Assassination of Luis Carrero Blanco

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Memorial plate at the site of the assassination of Admiral Luis Carrero Blanco.

The assassination of Prime Minister Luis Carrero Blanco, also known by its code name Operación Ogro (English: Operation Ogre) had far-reaching consequences within the politics of Spain. Admiral Carrero Blanco was assassinated in Madrid by the Basque separatist group ETA on 20 December 1973. The assassination is considered to be the biggest attack against the Francoist State since the end of the Spanish Civil War in 1939.

The death of Carrero Blanco had numerous political implications. By the end of 1973, caudillo Francisco Franco's physical health had declined significantly, and it epitomizes the final crisis of the Francoist State. After his death, the most conservative sector of the Francoist State, known as the búnker, wanted to influence Franco so that he would choose an ultraconservative as Prime Minister. Finally, he chose Carlos Arias Navarro, who originally announced a partial relaxation of the most rigid aspects of the Francois State, but would quickly retreat under pressure from the búnker. ETA, on the other hand, consolidated its place as a relevant armed group and would evolve to become one of the main opponents of Francoism.

The attack[edit]

An ETA commando unit using the code name Txikia (after the nom de guerre of ETA activist Eustakio Mendizabal killed by Guardia Civil in April 1973) rented a basement flat at Calle Claudio Coello 104, Madrid, on the route that Blanco would go to mass at San Francisco de Borja church.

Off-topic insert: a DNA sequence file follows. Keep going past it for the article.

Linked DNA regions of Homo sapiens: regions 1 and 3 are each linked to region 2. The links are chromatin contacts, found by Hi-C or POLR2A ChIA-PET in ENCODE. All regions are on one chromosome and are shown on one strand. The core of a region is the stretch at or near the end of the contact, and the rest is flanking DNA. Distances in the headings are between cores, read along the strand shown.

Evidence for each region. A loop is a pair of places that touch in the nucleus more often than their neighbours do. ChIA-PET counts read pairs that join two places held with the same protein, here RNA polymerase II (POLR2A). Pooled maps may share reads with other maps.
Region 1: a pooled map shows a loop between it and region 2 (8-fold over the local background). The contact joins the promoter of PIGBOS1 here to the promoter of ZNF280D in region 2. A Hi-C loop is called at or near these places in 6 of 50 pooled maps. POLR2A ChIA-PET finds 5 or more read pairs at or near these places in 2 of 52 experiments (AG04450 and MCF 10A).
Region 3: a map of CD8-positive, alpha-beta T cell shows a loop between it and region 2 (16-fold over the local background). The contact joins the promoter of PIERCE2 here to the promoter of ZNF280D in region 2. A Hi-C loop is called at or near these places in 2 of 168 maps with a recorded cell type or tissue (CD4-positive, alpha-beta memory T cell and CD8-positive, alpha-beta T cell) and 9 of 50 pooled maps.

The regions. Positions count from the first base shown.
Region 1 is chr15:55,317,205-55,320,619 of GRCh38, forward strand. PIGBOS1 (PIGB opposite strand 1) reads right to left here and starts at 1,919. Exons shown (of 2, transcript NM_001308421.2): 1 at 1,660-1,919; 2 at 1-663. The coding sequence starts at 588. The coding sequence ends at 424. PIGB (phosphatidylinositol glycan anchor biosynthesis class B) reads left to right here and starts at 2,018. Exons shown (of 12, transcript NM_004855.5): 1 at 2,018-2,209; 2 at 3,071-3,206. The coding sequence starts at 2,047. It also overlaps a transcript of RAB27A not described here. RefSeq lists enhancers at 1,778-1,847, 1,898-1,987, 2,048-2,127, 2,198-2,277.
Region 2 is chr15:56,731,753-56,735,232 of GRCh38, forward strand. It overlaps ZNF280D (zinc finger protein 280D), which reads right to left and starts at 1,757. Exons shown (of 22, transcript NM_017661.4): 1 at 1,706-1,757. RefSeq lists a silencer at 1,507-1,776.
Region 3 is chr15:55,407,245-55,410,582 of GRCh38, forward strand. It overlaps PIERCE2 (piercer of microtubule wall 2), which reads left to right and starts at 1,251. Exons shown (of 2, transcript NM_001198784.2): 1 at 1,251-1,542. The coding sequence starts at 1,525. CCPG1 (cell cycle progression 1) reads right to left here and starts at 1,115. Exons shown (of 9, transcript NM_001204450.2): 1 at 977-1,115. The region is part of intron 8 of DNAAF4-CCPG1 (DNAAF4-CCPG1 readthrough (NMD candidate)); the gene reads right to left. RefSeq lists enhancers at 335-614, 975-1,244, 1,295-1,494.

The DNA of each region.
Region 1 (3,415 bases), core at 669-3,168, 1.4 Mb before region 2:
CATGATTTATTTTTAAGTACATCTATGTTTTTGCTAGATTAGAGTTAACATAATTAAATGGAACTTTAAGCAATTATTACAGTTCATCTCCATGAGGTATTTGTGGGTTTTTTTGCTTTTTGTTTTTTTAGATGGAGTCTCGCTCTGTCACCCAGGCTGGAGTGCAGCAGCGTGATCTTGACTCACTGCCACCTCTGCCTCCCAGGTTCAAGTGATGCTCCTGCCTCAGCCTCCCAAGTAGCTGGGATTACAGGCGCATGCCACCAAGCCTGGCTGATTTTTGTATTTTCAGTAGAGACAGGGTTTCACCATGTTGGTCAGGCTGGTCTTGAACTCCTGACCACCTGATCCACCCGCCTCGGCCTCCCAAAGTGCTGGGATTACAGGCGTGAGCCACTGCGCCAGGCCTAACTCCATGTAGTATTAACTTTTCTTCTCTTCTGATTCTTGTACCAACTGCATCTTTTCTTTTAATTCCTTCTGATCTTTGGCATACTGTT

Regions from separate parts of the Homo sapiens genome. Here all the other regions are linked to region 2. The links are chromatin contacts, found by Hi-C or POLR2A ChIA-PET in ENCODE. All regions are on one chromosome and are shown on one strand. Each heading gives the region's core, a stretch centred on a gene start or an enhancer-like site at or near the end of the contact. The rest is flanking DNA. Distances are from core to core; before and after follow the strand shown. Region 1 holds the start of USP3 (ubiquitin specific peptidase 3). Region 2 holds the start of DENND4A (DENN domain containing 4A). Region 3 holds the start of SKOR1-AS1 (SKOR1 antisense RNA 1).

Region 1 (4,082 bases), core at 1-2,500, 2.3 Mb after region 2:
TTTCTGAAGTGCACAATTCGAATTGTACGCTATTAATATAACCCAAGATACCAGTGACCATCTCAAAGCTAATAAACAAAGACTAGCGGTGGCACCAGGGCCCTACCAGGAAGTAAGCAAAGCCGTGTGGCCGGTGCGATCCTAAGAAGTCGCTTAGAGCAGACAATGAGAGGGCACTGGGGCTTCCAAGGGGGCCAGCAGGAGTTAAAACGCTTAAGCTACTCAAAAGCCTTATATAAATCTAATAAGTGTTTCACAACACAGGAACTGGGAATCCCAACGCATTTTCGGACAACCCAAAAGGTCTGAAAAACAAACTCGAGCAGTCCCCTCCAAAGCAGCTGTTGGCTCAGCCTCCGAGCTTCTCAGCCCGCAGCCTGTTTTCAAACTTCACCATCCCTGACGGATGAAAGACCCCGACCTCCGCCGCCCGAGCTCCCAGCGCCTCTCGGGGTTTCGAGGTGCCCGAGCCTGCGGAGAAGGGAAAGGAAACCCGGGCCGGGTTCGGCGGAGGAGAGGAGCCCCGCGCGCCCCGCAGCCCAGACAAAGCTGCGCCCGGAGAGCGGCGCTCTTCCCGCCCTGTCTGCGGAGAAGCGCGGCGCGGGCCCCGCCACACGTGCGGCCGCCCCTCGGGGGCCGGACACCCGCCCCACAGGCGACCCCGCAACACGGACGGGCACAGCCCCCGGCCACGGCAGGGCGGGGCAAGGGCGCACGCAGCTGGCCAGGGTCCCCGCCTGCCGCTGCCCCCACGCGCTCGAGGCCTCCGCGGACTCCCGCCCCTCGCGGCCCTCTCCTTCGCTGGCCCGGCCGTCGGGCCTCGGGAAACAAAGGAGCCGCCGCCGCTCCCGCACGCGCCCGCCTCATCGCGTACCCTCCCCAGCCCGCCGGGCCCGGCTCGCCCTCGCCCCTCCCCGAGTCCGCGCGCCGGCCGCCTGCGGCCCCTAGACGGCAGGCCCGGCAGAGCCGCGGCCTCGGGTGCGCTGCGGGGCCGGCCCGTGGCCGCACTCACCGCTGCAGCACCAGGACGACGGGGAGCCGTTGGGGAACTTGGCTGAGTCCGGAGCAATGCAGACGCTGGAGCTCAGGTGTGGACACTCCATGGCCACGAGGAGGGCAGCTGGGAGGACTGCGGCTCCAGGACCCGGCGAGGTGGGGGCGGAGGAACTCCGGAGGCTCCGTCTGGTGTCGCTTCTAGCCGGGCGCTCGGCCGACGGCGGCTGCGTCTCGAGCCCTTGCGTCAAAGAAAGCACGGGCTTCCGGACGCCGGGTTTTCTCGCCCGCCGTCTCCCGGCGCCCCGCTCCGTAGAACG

Over five months, the unit dug a tunnel under the street – telling the landlord that they were student sculptors to hide their true purpose. The tunnel was packed with 80 kg of Goma-2 that had been stolen from a Government depot.[citation needed]

On 20 December, a three-man ETA commando unit disguised as electricians detonated the explosives by command wire as Blanco's Dodge Dart passed. The blast sent Blanco and his car 20 metres (66 ft) into the air and over a five-story building. The car crashed to the ground on the opposite side of a Jesuit college, landing on the second-floor balcony.[1] Blanco survived the blast but died shortly afterwards. His bodyguard and driver were killed outright. The "electricians" shouted to stunned passers-by that there had been a gas explosion, and then fled in the confusion. ETA claimed responsibility on 22 January 1974.

In a collective interview justifying the attack, the ETA bombers said:

The execution in itself had an order and some clear objectives. From the beginning of 1951 Carrero Blanco practically occupied the government headquarters in the regime. Carrero Blanco symbolized better than anyone else the figure of "pure Francoism" and without totally linking himself to any of the Francoist tendencies, he covertly attempted to push Opus Dei into power. A man without scruples conscientiously mounted his own State within the State: he created a network of informers within the Ministries, in the Army, in the Falange, and also in Opus Dei. His police managed to put themselves into all the Francoist apparatus. Thus he made himself the key element of the system and a fundamental piece of the oligarchy's political game. On the other hand, he came to be irreplaceable for his experience and capacity to manoeuvre and because nobody managed as he did to maintain the internal equilibrium of Francoism

— Julen Agirre, Operation Ogro: The Execution of Admiral Luis Carrero Blanco[2]